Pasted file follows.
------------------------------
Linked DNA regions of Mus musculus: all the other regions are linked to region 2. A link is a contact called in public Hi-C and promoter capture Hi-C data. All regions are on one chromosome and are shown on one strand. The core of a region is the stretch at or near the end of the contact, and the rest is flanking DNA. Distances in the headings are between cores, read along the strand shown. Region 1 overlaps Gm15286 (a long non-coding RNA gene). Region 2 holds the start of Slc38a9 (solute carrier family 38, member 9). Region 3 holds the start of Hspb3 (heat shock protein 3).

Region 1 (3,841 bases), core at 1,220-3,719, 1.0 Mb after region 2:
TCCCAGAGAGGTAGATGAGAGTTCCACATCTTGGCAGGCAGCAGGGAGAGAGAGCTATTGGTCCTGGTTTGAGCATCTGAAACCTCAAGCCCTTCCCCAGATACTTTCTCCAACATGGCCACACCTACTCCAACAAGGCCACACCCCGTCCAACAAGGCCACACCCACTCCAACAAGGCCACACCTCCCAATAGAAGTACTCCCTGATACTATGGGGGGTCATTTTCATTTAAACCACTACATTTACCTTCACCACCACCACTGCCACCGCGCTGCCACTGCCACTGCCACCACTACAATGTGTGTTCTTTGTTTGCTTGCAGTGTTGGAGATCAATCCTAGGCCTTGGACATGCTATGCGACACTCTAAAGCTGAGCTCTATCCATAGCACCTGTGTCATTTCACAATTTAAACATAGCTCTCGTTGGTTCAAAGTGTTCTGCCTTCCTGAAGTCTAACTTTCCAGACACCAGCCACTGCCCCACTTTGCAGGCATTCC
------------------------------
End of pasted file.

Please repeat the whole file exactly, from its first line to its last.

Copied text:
Linked DNA regions of Mus musculus: all the other regions are linked to region 2. A link is a contact called in public Hi-C and promoter capture Hi-C data. All regions are on one chromosome and are shown on one strand. The core of a region is the stretch at or near the end of the contact, and the rest is flanking DNA. Distances in the headings are between cores, read along the strand shown. Region 1 overlaps Gm15286 (a long non-coding RNA gene). Region 2 holds the start of Slc38a9 (solute carrier family 38, member 9). Region 3 holds the start of Hspb3 (heat shock protein 3).

Region 1 (3,841 bases), core at 1,220-3,719, 1.0 Mb after region 2:
TCCCAGAGAGGTAGATGAGAGTTCCACATCTTGGCAGGCAGCAGGGAGAGAGAGCTATTGGTCCTGGTTTGAGCATCTGAAACCTCAAGCCCTTCCCCAGATACTTTCTCCAACATGGCCACACCTACTCCAACAAGGCCACACCCCGTCCAACAAGGCCACACCCACTCCAACAAGGCCACACCTCCCAATAGAAGTACTCCCTGATACTATGGGGGGTCATTTTCATTTAAACCACTACATTTACCTTCACCACCACCACTGCCACCGCGCTGCCACTGCCACTGCCACCACTACAATGTGTGTTCTTTGTTTGCTTGCAGTGTTGGAGATCAATCCTAGGCCTTGGACATGCTATGCGACACTCTAAAGCTGAGCTCTATCCATAGCACCTGTGTCATTTCACAATTTAAACATAGCTCTCGTTGGTTCAAAGTGTTCTGCCTTCCTGAAGTCTAACTTTCCAGACACCAGCCACTGCCCCACTTTGCAGGCATTCC